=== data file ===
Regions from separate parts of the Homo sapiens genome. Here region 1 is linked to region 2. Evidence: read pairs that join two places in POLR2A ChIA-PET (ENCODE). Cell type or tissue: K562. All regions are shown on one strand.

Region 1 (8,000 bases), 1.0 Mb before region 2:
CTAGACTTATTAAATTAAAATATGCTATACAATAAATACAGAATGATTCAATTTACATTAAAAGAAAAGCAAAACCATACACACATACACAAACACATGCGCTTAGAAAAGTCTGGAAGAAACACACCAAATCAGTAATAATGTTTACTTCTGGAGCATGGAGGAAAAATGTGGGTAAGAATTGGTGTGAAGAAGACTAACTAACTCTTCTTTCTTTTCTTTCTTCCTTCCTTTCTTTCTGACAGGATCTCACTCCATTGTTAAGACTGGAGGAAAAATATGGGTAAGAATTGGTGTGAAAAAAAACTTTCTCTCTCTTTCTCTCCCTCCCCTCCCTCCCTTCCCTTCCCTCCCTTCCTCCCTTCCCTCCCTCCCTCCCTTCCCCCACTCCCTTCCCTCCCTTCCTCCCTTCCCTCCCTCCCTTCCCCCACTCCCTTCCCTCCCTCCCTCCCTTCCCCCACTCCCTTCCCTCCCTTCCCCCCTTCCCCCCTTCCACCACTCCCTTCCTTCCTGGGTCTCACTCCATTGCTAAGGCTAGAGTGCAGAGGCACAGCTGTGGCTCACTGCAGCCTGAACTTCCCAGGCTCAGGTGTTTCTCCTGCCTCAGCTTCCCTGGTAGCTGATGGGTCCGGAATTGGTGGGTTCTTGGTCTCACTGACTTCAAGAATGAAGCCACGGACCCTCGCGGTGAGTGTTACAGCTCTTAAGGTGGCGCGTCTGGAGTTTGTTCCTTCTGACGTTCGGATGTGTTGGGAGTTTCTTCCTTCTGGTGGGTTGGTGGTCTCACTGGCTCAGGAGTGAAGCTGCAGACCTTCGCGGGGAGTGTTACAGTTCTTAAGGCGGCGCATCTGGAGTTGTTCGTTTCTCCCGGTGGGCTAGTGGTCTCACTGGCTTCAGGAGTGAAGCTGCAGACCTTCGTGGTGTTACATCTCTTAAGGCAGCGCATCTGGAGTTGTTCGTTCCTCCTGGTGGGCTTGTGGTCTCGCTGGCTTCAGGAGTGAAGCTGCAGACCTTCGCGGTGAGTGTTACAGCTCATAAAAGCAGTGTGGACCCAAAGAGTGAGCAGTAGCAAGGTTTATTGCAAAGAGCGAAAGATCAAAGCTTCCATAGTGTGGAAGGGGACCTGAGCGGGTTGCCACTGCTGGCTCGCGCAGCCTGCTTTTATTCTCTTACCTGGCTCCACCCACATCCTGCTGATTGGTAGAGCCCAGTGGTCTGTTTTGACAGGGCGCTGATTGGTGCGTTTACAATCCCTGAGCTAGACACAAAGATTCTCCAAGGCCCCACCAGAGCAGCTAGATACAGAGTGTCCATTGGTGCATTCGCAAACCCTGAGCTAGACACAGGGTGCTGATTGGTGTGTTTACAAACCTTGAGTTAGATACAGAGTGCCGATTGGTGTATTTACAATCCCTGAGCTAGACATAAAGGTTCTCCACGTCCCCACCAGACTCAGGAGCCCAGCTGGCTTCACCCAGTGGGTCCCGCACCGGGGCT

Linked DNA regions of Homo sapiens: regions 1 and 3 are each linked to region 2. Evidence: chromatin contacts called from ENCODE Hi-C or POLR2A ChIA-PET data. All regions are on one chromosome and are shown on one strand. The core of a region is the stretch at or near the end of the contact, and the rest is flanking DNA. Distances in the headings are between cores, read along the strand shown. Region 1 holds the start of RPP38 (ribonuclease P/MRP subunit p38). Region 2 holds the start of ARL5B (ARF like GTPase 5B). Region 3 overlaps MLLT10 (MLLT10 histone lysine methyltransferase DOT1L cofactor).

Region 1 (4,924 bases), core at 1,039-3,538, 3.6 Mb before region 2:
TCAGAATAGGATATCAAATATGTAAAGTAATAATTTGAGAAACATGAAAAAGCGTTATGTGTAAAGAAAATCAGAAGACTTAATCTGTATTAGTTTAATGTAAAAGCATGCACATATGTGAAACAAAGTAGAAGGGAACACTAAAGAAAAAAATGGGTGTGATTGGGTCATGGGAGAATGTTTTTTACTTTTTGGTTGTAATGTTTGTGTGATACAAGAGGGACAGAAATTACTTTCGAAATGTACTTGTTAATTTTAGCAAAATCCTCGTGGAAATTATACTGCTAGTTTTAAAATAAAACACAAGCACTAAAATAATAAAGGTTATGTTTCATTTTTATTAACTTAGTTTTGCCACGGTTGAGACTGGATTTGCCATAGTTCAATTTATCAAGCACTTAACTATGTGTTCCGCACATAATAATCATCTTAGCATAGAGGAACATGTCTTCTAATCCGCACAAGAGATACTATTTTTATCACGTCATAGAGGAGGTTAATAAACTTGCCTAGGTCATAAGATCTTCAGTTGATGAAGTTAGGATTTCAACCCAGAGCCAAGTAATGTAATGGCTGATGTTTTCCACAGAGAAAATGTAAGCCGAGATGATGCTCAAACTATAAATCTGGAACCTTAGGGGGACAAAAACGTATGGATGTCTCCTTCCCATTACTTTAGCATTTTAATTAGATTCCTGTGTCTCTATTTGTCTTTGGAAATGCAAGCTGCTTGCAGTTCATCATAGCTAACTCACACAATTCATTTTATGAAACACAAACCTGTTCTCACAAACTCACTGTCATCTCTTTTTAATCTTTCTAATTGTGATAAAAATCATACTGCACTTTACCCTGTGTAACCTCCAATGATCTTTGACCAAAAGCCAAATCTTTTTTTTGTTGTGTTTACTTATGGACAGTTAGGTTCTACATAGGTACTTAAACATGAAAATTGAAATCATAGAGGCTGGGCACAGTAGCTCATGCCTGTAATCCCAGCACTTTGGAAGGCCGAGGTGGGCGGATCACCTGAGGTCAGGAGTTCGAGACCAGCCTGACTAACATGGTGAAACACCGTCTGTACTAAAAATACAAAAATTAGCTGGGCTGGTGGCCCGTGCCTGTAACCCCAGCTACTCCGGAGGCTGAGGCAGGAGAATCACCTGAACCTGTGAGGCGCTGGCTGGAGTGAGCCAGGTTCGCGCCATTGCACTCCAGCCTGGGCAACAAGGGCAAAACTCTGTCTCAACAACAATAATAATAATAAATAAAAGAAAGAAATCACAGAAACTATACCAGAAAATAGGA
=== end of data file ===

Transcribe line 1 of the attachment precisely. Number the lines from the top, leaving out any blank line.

Regions from separate parts of the Homo sapiens genome. Here region 1 is linked to region 2. Evidence: read pairs that join two places in POLR2A ChIA-PET (ENCODE). Cell type or tissue: K562. All regions are shown on one strand.